How Data Integration Works

Data Integration Basics

This simple table shows customer purchases.
This simple table shows customer purchases.

Data integration focuses mainly on databases. A database is an organized collection of data. It's similar to a file system, which is an organizational structure for files so they're easy to find, access and manipulate.

There are different ways to categorize databases. Some people prefer to classify them according to the kind of data the databases store. For example, you might classify a database as a media database if all the information stored there is contained in video or sound files.

Another classification method looks at how the databases organize data. A database's organizational arrangement is called a schema. A common organizational technique is to use tables to show the relationship between different data points. Tables are like spreadsheets. Columns define categories of data, while rows are records. A database using this approach is a relational database.

Object-oriented programming (OOP) databases take a different approach to organizing data. The OOP language is a departure from traditional approaches to programming, which follow the pattern of inserting data into a set of instructions and then producing output. The OOP language focuses instead on defining data as objects and then determining how different objects relate and interact with one another.

To create an OOP database, first you'd define all the objects you plan on storing in the database. Then, you'd define the way each object relates to every other object within the database. After you identify an object, you put it into a class, or set of objects. To define a class you have to determine what data each object within that class must have and which logic sequences, called methods, will affect those objects. The objects within a system can communicate with you or other objects using interfaces called messages.

It's easier to understand with an example. Let's say you're building a database containing information about American sports. You decide to start by defining baseball teams. Once you've created the definition of a baseball team, you can generalize it as a class within the database. The Atlanta Braves would be a specific instance of that class, also known as an object. The class of baseball teams belongs to a superclass of American sports teams, which would also include other classes like football and soccer teams.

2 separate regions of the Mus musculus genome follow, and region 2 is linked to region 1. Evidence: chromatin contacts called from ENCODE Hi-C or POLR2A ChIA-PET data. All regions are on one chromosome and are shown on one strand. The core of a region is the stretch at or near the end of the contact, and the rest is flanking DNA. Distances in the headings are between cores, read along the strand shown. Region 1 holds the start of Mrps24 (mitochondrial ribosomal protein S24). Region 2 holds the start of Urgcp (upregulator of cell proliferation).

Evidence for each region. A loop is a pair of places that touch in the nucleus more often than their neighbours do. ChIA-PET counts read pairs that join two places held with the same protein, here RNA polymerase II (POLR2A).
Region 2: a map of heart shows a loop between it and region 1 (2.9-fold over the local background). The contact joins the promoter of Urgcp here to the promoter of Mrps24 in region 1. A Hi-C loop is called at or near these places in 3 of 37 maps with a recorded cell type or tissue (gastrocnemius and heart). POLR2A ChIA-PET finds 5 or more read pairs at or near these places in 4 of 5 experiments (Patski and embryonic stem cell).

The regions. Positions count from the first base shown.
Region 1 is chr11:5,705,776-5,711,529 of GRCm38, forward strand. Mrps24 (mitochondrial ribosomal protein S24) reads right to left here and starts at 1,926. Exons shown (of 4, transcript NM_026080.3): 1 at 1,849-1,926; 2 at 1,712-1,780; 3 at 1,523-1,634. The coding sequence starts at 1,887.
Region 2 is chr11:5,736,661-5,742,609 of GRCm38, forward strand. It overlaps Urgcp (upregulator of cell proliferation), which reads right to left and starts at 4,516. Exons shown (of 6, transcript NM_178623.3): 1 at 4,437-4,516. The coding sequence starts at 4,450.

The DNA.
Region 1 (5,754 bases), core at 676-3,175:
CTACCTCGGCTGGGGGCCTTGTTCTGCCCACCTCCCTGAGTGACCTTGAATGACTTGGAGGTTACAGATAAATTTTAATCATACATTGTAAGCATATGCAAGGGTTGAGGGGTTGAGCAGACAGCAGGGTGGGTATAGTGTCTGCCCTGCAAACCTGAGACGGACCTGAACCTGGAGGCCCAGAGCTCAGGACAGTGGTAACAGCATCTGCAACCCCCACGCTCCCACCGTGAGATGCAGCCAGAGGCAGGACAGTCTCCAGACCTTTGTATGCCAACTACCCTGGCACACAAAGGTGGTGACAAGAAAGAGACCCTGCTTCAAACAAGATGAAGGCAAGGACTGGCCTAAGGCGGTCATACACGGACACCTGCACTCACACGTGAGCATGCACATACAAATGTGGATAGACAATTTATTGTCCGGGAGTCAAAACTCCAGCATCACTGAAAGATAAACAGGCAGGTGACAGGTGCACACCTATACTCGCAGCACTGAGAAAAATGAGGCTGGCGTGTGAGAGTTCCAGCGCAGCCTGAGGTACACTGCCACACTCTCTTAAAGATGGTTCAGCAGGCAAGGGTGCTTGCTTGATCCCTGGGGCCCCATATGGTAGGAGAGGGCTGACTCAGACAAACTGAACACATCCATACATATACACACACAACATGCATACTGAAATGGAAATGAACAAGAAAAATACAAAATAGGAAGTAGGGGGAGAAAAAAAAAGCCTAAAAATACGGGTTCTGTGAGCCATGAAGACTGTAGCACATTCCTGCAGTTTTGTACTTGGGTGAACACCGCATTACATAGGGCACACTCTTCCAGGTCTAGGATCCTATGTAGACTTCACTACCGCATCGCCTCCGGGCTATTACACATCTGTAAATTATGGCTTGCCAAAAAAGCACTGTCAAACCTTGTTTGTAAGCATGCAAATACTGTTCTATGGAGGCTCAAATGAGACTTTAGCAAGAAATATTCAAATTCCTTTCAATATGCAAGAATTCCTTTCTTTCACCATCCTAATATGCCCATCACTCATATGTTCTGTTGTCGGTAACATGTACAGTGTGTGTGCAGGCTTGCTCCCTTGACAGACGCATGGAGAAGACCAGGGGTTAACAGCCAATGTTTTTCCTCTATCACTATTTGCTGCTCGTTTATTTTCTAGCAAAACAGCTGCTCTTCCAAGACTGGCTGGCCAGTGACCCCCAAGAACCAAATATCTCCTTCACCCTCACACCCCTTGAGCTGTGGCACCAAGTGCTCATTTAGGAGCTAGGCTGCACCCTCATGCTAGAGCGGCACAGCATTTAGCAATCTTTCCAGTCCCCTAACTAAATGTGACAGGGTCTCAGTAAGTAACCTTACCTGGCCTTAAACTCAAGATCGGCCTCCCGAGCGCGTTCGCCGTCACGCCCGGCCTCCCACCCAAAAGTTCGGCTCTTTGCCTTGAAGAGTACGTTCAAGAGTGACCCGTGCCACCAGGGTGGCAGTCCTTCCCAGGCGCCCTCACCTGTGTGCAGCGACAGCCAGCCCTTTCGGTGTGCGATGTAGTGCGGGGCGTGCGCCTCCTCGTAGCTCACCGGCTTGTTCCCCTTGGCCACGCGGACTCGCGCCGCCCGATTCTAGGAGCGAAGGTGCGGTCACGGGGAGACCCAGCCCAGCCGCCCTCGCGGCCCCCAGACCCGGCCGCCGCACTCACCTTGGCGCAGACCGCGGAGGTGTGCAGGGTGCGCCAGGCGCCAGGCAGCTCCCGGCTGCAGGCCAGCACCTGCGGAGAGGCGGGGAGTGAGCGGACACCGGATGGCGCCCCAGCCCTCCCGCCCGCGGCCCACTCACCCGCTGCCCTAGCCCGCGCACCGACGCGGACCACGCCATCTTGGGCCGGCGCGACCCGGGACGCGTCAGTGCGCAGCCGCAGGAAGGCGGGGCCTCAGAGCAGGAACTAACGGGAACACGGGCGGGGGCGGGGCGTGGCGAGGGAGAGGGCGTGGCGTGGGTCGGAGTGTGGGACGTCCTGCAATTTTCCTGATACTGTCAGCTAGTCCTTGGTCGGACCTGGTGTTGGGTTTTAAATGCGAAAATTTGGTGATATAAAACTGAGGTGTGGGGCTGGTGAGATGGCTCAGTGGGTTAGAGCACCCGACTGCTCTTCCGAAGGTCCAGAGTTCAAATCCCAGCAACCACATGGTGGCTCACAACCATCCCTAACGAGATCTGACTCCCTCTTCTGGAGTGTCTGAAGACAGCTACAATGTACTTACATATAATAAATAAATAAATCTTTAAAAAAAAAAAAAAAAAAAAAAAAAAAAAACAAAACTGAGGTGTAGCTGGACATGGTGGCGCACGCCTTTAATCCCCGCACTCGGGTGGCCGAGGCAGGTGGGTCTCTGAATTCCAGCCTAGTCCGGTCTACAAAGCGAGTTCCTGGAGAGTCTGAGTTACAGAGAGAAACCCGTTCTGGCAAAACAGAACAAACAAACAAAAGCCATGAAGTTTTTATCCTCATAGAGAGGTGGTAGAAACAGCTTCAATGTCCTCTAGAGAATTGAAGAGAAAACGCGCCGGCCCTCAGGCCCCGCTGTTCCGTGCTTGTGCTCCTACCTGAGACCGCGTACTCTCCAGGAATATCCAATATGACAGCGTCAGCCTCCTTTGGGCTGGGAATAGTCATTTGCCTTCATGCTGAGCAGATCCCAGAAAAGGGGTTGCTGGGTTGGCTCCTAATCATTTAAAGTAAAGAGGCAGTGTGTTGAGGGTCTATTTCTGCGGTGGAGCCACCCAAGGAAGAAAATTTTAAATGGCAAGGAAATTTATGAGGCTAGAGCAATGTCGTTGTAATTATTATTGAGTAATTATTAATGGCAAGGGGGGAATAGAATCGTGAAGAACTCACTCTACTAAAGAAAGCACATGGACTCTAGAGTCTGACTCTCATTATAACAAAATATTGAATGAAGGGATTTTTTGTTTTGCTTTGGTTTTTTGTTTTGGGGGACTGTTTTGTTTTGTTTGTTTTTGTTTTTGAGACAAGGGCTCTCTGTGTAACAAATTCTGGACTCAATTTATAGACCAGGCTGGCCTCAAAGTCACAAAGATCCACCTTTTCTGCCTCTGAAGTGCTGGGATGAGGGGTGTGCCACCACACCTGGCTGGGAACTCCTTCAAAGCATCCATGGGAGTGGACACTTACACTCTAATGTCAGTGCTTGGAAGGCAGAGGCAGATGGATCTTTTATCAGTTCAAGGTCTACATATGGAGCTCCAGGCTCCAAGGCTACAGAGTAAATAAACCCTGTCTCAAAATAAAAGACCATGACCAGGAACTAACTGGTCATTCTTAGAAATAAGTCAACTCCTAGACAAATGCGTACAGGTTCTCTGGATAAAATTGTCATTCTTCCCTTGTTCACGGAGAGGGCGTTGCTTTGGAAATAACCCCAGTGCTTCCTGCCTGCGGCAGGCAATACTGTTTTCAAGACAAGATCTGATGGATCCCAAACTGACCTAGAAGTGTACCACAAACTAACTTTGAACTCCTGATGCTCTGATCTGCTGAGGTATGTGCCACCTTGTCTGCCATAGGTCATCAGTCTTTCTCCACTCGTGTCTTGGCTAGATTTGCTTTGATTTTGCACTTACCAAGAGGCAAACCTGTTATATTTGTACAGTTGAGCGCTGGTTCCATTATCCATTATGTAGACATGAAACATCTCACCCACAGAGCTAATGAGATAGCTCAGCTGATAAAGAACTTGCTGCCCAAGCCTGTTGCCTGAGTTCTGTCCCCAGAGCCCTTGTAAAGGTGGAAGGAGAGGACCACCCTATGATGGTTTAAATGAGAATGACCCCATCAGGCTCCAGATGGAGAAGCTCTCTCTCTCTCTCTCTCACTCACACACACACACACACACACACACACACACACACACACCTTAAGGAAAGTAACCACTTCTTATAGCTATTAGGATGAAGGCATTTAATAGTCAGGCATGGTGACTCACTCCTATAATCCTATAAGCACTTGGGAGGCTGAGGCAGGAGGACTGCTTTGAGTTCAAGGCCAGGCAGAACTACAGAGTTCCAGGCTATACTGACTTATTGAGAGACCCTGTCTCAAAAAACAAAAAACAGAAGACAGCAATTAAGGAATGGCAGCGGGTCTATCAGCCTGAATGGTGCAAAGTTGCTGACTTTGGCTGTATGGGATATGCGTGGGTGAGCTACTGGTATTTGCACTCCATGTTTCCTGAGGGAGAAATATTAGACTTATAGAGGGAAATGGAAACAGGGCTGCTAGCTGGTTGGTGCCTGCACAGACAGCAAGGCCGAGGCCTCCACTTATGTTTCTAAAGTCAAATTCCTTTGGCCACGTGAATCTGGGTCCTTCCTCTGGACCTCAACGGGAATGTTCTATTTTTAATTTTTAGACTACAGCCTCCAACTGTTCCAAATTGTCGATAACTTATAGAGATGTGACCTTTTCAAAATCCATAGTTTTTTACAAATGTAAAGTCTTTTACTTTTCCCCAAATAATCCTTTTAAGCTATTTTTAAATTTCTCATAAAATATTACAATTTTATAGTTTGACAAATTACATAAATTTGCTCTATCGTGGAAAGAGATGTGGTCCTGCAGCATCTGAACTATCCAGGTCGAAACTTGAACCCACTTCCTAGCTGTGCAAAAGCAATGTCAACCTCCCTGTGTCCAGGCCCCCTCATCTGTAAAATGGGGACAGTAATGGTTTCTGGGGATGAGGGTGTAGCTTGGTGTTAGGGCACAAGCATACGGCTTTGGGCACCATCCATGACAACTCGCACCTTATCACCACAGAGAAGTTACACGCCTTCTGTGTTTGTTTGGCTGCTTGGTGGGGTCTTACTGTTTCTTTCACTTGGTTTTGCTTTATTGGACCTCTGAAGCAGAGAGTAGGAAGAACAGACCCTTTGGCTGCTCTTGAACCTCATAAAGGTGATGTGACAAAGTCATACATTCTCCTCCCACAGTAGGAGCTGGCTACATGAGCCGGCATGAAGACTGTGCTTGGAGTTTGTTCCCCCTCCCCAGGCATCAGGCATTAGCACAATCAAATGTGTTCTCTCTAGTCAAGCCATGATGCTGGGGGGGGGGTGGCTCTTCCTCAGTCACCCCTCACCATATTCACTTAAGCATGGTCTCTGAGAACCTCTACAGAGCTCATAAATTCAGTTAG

To access information within a database (no matter how it organizes data), you use a query. A query is just a request for information. People and applications can submit queries to databases. A database responds to queries by sending data that meets the original request's parameters. Queries rely on special computer languages such as Structured Query Language (SQL). If you've ever used an Internet search engine, you've submitted a query -- your search terms.

This view shows only the data relevant to the query "customers who purchased more than $100 in products." This view shows only the data relevant to the query "customers who purchased more than $100 in products."
This view shows only the data relevant to the query "customers who purchased more than $100 in products."

The database responds to queries by creating a view of data. A view is a specific way of displaying data. In a data integration system, the returned view shows only the data directly related to the original query. In our table example, if you submitted a query asking for all the customers who bought more than $100 worth of products, you'd get this result:­

This view shows only the data relevant to the query "customers who purchased more than $100 in products."  Notice that it doesn't show what kind of products were purchased, nor does it display customers who purchased less than $100 of products.

What are the different approaches to data integration? Find out in the next section.